The eternal power and reason and wisdom of God became a human being, and so part of the human world in all its reality – messy, sinful, confused; subject to the influences of human psychology, social forces, illness, imperfect knowledge, and mortality. Above all, the word became subject to change. All living things are subject to change – both renewal and decay and death. They cannot avoid it. Those humans who seek to deny change become ridiculous – mutton dressed as lamb – or dangerous. The main thing that has stayed with me from my first teaching practice are some words of the teacher in whose class I worked. “Some teachers”, he said, “say they have had twenty years experience; but what they have really had is one year’s experience twenty times over”.
That is not just a danger for teachers. It is also a danger for other professions, and for societies, for religions, for any individual. In the Greek of the New Testament there were two different words for time, conveying different understanding. First there was chronos – clock-time, weeks, months and years time, time like an ever-rolling stream, which had no significance except to mark human mortality. But then there was kairos, significant time, eternal time, the time for decisions, the time that can change things.
In the understanding of the Gospel writers, the life of Christ was when chronos and kairos intersected.
We are all subject to time, to chronos, which faces us with a series of kairos events, when we have the opportunity to change or to stagnate. And because “The Word became flesh” it is true also of the Word of God.
I once saw a notice outside a church, which said: “Happy New Year! Jesus Christ is the same yesterday, today and for ever.” I don’t believe that is true. Christ is no longer embodied in the same way as he was. Two thousand years ago, he was embodied in the flesh of Jesus of Nazareth; now he is embodied in a multitude of different people, who believe that he carries the Word of God for them. That belief will be affected by the understanding of all those who have embodied the Christ down through two millennia, from Jesus himself, through the first disciples, the theologians of the Patristic Age, the Reformers, and by their experience of life in the modern age. All those understandings will be subtly different, and it is a mistake to try to confine valid understanding to the words of one time, as people have tried to do through Scriptures and Creeds.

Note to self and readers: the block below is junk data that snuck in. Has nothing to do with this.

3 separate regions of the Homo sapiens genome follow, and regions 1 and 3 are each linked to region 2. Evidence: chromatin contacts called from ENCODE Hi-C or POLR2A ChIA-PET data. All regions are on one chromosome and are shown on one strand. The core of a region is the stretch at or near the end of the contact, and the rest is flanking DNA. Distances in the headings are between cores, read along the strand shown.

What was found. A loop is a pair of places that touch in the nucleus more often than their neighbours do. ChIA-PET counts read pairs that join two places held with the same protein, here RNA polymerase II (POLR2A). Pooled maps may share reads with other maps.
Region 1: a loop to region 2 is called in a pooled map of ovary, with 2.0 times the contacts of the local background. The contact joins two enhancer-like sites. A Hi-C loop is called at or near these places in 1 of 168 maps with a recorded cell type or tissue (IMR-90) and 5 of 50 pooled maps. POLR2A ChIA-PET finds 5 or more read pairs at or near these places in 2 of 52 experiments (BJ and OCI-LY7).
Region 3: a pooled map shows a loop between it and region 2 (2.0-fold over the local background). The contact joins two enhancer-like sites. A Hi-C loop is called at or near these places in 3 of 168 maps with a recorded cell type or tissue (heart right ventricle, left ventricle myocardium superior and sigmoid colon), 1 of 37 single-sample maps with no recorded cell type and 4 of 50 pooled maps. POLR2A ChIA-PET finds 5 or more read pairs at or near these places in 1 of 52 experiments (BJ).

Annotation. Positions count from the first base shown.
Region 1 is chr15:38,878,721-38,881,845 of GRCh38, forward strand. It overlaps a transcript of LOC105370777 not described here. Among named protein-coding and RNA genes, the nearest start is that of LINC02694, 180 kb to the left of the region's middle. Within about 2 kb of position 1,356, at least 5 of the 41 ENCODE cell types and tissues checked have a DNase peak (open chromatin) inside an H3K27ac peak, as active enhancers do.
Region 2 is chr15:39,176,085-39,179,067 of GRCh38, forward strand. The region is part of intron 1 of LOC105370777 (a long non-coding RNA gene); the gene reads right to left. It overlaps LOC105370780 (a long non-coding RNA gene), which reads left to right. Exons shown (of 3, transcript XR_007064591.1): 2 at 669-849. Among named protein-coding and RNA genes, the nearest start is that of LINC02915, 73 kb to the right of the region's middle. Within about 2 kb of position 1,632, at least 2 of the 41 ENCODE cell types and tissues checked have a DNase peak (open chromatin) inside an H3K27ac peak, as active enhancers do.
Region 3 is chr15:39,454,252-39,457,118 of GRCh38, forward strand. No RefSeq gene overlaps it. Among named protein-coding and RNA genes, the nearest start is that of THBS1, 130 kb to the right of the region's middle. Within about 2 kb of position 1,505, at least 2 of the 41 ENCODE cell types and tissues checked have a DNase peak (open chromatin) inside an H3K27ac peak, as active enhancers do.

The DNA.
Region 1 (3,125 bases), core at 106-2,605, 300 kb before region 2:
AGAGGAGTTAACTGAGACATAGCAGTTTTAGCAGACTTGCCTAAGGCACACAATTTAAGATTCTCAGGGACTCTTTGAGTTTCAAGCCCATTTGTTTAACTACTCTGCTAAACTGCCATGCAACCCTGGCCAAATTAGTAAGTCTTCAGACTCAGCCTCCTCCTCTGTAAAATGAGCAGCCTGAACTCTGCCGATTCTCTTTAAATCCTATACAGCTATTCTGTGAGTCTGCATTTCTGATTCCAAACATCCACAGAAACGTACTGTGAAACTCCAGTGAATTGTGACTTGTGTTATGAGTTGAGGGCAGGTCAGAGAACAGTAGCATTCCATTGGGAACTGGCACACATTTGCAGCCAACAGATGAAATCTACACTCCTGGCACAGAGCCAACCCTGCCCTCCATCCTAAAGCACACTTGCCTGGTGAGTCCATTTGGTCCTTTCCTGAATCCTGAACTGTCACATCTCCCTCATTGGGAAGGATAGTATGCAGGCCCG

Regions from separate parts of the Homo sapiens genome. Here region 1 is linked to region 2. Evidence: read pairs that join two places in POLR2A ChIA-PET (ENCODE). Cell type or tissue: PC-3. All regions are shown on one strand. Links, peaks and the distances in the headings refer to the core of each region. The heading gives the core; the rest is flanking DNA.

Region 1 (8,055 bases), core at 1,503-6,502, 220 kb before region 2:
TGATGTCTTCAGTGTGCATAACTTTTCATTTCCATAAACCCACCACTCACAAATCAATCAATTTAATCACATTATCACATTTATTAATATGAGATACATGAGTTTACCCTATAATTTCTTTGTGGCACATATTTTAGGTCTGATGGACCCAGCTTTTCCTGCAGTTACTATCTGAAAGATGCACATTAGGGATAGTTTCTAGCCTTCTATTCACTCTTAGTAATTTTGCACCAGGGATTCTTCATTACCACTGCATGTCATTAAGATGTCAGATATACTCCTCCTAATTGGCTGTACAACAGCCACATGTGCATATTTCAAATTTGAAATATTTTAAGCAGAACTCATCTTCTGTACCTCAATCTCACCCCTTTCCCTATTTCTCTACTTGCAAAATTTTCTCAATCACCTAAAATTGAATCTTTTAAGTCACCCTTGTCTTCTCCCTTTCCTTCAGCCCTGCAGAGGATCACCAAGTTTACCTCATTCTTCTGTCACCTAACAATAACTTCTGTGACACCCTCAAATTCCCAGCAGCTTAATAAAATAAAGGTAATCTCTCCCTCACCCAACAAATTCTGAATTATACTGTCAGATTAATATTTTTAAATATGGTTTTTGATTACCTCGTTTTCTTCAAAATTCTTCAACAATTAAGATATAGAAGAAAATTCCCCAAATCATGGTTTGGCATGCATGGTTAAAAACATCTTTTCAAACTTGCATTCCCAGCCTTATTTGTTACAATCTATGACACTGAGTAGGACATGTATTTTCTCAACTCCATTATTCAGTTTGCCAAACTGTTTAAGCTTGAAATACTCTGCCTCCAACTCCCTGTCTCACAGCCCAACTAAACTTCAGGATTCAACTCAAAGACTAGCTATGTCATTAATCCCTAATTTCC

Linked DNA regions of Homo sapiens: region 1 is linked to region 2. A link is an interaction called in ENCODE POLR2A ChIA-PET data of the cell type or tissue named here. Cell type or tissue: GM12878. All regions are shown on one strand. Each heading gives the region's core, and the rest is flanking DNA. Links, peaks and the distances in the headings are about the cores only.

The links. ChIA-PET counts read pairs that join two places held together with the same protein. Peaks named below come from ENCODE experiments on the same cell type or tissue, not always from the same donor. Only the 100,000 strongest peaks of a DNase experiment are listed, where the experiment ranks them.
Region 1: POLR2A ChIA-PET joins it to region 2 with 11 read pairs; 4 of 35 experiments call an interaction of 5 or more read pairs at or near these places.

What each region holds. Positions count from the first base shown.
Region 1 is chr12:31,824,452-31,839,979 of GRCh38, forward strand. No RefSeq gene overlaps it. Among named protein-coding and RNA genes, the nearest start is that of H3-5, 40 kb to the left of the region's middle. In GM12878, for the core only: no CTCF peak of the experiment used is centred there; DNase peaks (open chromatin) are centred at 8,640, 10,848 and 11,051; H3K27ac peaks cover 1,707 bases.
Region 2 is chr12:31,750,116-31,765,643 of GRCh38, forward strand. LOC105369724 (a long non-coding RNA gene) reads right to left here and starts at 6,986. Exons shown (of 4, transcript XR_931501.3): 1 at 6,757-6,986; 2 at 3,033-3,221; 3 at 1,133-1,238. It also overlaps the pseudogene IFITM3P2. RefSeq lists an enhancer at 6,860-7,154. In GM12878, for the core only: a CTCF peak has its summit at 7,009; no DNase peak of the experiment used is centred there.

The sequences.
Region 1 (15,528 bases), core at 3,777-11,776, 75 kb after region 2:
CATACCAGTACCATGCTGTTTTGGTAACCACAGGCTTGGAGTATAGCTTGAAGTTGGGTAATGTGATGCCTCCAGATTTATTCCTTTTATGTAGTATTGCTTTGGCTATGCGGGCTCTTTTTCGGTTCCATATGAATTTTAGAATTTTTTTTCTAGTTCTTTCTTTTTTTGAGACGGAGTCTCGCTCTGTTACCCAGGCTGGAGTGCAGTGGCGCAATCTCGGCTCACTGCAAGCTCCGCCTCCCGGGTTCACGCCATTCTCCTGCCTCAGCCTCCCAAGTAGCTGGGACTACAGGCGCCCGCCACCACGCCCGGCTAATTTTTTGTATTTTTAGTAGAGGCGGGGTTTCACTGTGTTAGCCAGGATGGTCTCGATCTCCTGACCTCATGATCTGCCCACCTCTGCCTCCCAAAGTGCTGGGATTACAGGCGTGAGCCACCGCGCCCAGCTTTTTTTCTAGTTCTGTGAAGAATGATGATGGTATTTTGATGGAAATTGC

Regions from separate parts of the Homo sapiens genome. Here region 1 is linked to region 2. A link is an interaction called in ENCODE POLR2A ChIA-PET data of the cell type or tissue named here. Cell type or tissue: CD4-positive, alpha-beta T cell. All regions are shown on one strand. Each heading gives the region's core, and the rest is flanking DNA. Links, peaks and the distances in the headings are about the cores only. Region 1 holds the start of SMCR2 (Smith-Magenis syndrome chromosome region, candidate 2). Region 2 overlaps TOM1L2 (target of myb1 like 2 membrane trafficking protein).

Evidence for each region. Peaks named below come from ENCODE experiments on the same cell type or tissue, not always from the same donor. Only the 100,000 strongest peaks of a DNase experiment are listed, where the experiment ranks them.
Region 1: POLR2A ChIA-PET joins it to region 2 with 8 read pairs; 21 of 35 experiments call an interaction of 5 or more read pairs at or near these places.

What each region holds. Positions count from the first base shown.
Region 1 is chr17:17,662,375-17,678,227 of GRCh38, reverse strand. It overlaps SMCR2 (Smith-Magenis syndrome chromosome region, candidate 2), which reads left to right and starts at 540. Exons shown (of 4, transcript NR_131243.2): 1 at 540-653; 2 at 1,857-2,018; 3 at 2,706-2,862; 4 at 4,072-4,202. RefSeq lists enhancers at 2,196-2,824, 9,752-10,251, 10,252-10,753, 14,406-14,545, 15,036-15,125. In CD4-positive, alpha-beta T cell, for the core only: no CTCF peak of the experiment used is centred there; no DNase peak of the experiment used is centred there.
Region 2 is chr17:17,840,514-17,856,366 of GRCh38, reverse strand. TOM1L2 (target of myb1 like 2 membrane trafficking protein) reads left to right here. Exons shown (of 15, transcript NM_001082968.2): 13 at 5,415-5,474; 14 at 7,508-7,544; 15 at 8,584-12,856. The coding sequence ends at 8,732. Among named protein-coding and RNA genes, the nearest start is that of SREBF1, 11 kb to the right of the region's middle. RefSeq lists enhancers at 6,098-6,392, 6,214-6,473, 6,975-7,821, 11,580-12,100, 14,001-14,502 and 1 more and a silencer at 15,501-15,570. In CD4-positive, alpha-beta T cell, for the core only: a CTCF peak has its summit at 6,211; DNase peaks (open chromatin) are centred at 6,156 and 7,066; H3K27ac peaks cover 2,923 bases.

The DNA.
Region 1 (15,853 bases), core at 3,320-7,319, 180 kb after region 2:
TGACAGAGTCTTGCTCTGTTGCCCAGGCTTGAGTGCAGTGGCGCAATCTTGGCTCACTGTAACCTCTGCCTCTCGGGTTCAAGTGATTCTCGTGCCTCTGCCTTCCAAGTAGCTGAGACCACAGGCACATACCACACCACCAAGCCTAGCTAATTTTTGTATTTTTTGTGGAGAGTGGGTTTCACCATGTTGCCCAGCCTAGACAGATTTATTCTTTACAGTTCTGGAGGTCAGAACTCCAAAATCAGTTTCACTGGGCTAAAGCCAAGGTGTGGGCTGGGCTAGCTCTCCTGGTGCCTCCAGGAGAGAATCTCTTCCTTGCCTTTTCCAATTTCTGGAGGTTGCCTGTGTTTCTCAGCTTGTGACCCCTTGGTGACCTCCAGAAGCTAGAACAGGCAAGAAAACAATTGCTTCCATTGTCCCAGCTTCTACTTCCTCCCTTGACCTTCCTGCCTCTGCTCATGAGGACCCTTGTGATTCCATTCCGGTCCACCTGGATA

“The Word became flesh, and lived among us. And we saw with our own eyes his glory, full of grace and truth”.
We will only see the glory of the eternal Word of God if we see it with our eyes, the eyes of our own flesh and our own time. We will only share the glory and truth of the Word with the world if we speak of them with the words of our own time, with our own understanding of what it is to be a human being, and of what brings life and light and love. The only way the eternal Word of God will make an impact in our world is through those who receive the Word, meditate on it and reflect it in their own time.
But it needs to be a reflection in kairos not just in chronos. John the evangelist recognised the coming of the Word as a challenge to our understanding of time and of words, a challenge that demanded change in those who received it.
The Biblical writers understood the Word of God not just as sound, but also action. If we really receive the Word of God, it demands action from us, action to embody the Word, and reflect it in what we say and do in the world. The epistle of James warns us against being just hearers of the Word, and not doers.
It is only when we act in obedience to the Word that we can ensure that God’s time and God’s eternal Word have entered once again into our time and our world, and that we are receiving still its grace, and truth, and light, and life.